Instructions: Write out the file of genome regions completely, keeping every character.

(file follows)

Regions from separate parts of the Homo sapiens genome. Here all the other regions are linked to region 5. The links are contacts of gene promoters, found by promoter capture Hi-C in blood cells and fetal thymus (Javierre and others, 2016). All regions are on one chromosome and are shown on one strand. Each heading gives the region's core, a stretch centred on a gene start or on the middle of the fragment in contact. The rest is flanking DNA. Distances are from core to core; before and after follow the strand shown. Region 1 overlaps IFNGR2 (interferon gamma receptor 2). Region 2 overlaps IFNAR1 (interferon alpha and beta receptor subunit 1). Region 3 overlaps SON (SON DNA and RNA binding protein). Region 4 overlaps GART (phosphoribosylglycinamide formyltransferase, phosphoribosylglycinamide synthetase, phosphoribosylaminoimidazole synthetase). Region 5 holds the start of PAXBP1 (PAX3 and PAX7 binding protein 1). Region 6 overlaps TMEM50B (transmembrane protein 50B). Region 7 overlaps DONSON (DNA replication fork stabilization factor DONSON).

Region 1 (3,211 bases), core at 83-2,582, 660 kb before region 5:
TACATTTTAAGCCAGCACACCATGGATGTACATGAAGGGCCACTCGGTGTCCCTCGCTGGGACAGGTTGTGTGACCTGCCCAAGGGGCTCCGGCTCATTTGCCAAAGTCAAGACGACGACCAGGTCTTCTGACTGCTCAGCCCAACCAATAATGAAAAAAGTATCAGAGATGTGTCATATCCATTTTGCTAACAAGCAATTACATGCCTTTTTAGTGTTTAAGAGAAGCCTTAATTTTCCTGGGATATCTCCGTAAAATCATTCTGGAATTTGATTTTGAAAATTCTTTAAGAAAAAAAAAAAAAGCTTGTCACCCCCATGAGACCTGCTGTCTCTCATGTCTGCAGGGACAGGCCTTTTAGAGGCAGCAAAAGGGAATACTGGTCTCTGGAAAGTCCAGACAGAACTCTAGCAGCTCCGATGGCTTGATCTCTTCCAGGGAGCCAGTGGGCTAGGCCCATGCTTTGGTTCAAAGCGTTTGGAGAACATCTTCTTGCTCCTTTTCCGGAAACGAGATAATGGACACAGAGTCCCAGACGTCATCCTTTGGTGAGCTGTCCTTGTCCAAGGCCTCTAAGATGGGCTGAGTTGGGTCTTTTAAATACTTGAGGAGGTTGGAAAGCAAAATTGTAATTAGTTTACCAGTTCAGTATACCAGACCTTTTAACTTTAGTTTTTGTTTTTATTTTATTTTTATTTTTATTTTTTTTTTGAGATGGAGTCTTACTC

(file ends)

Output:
Regions from separate parts of the Homo sapiens genome. Here all the other regions are linked to region 5. The links are contacts of gene promoters, found by promoter capture Hi-C in blood cells and fetal thymus (Javierre and others, 2016). All regions are on one chromosome and are shown on one strand. Each heading gives the region's core, a stretch centred on a gene start or on the middle of the fragment in contact. The rest is flanking DNA. Distances are from core to core; before and after follow the strand shown. Region 1 overlaps IFNGR2 (interferon gamma receptor 2). Region 2 overlaps IFNAR1 (interferon alpha and beta receptor subunit 1). Region 3 overlaps SON (SON DNA and RNA binding protein). Region 4 overlaps GART (phosphoribosylglycinamide formyltransferase, phosphoribosylglycinamide synthetase, phosphoribosylaminoimidazole synthetase). Region 5 holds the start of PAXBP1 (PAX3 and PAX7 binding protein 1). Region 6 overlaps TMEM50B (transmembrane protein 50B). Region 7 overlaps DONSON (DNA replication fork stabilization factor DONSON).

Region 1 (3,211 bases), core at 83-2,582, 660 kb before region 5:
TACATTTTAAGCCAGCACACCATGGATGTACATGAAGGGCCACTCGGTGTCCCTCGCTGGGACAGGTTGTGTGACCTGCCCAAGGGGCTCCGGCTCATTTGCCAAAGTCAAGACGACGACCAGGTCTTCTGACTGCTCAGCCCAACCAATAATGAAAAAAGTATCAGAGATGTGTCATATCCATTTTGCTAACAAGCAATTACATGCCTTTTTAGTGTTTAAGAGAAGCCTTAATTTTCCTGGGATATCTCCGTAAAATCATTCTGGAATTTGATTTTGAAAATTCTTTAAGAAAAAAAAAAAAAGCTTGTCACCCCCATGAGACCTGCTGTCTCTCATGTCTGCAGGGACAGGCCTTTTAGAGGCAGCAAAAGGGAATACTGGTCTCTGGAAAGTCCAGACAGAACTCTAGCAGCTCCGATGGCTTGATCTCTTCCAGGGAGCCAGTGGGCTAGGCCCATGCTTTGGTTCAAAGCGTTTGGAGAACATCTTCTTGCTCCTTTTCCGGAAACGAGATAATGGACACAGAGTCCCAGACGTCATCCTTTGGTGAGCTGTCCTTGTCCAAGGCCTCTAAGATGGGCTGAGTTGGGTCTTTTAAATACTTGAGGAGGTTGGAAAGCAAAATTGTAATTAGTTTACCAGTTCAGTATACCAGACCTTTTAACTTTAGTTTTTGTTTTTATTTTATTTTTATTTTTATTTTTTTTTTGAGATGGAGTCTTACTC